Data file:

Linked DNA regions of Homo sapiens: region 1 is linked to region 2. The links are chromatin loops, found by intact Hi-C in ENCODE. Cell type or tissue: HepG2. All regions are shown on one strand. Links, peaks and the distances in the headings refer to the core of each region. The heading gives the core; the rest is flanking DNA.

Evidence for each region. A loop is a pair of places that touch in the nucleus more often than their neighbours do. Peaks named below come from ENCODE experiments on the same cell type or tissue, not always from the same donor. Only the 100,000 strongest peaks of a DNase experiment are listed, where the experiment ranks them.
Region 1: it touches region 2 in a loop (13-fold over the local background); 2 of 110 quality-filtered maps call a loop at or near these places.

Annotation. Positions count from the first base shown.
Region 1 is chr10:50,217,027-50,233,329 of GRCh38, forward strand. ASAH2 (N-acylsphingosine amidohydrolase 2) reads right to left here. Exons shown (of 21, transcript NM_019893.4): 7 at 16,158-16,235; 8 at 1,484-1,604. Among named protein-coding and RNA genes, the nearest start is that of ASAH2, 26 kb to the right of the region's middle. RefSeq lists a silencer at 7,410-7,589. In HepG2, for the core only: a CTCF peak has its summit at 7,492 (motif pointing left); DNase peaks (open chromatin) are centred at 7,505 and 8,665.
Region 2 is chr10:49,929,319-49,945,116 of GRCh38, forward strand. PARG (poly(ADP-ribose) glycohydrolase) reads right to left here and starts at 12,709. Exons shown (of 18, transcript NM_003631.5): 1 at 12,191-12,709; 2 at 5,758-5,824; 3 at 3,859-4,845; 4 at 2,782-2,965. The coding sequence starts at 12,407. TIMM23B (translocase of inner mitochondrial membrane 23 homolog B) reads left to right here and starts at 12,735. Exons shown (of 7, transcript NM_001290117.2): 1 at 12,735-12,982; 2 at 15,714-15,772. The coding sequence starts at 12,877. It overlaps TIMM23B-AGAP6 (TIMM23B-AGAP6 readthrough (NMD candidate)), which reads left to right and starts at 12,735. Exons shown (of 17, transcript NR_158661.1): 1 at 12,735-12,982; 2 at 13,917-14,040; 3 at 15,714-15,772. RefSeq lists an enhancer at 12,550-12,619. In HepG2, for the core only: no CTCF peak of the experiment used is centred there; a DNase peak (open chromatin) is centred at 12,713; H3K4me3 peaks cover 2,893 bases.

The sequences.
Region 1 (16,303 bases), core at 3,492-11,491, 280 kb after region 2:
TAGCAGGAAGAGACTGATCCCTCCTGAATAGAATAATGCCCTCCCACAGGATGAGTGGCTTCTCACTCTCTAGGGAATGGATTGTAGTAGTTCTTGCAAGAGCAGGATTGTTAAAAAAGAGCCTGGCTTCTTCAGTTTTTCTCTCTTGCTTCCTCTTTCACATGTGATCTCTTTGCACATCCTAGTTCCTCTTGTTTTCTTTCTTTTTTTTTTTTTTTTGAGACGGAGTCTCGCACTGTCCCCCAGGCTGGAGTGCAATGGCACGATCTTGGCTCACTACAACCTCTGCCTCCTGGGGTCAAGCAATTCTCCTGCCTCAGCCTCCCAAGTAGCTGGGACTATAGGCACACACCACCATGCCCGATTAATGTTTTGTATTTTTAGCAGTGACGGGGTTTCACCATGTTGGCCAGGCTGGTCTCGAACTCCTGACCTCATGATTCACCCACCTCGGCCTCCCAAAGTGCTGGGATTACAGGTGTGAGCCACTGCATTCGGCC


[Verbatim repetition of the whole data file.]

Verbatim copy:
Linked DNA regions of Homo sapiens: region 1 is linked to region 2. The links are chromatin loops, found by intact Hi-C in ENCODE. Cell type or tissue: HepG2. All regions are shown on one strand. Links, peaks and the distances in the headings refer to the core of each region. The heading gives the core; the rest is flanking DNA.

Evidence for each region. A loop is a pair of places that touch in the nucleus more often than their neighbours do. Peaks named below come from ENCODE experiments on the same cell type or tissue, not always from the same donor. Only the 100,000 strongest peaks of a DNase experiment are listed, where the experiment ranks them.
Region 1: it touches region 2 in a loop (13-fold over the local background); 2 of 110 quality-filtered maps call a loop at or near these places.

Annotation. Positions count from the first base shown.
Region 1 is chr10:50,217,027-50,233,329 of GRCh38, forward strand. ASAH2 (N-acylsphingosine amidohydrolase 2) reads right to left here. Exons shown (of 21, transcript NM_019893.4): 7 at 16,158-16,235; 8 at 1,484-1,604. Among named protein-coding and RNA genes, the nearest start is that of ASAH2, 26 kb to the right of the region's middle. RefSeq lists a silencer at 7,410-7,589. In HepG2, for the core only: a CTCF peak has its summit at 7,492 (motif pointing left); DNase peaks (open chromatin) are centred at 7,505 and 8,665.
Region 2 is chr10:49,929,319-49,945,116 of GRCh38, forward strand. PARG (poly(ADP-ribose) glycohydrolase) reads right to left here and starts at 12,709. Exons shown (of 18, transcript NM_003631.5): 1 at 12,191-12,709; 2 at 5,758-5,824; 3 at 3,859-4,845; 4 at 2,782-2,965. The coding sequence starts at 12,407. TIMM23B (translocase of inner mitochondrial membrane 23 homolog B) reads left to right here and starts at 12,735. Exons shown (of 7, transcript NM_001290117.2): 1 at 12,735-12,982; 2 at 15,714-15,772. The coding sequence starts at 12,877. It overlaps TIMM23B-AGAP6 (TIMM23B-AGAP6 readthrough (NMD candidate)), which reads left to right and starts at 12,735. Exons shown (of 17, transcript NR_158661.1): 1 at 12,735-12,982; 2 at 13,917-14,040; 3 at 15,714-15,772. RefSeq lists an enhancer at 12,550-12,619. In HepG2, for the core only: no CTCF peak of the experiment used is centred there; a DNase peak (open chromatin) is centred at 12,713; H3K4me3 peaks cover 2,893 bases.

The sequences.
Region 1 (16,303 bases), core at 3,492-11,491, 280 kb after region 2:
TAGCAGGAAGAGACTGATCCCTCCTGAATAGAATAATGCCCTCCCACAGGATGAGTGGCTTCTCACTCTCTAGGGAATGGATTGTAGTAGTTCTTGCAAGAGCAGGATTGTTAAAAAAGAGCCTGGCTTCTTCAGTTTTTCTCTCTTGCTTCCTCTTTCACATGTGATCTCTTTGCACATCCTAGTTCCTCTTGTTTTCTTTCTTTTTTTTTTTTTTTTGAGACGGAGTCTCGCACTGTCCCCCAGGCTGGAGTGCAATGGCACGATCTTGGCTCACTACAACCTCTGCCTCCTGGGGTCAAGCAATTCTCCTGCCTCAGCCTCCCAAGTAGCTGGGACTATAGGCACACACCACCATGCCCGATTAATGTTTTGTATTTTTAGCAGTGACGGGGTTTCACCATGTTGGCCAGGCTGGTCTCGAACTCCTGACCTCATGATTCACCCACCTCGGCCTCCCAAAGTGCTGGGATTACAGGTGTGAGCCACTGCATTCGGCC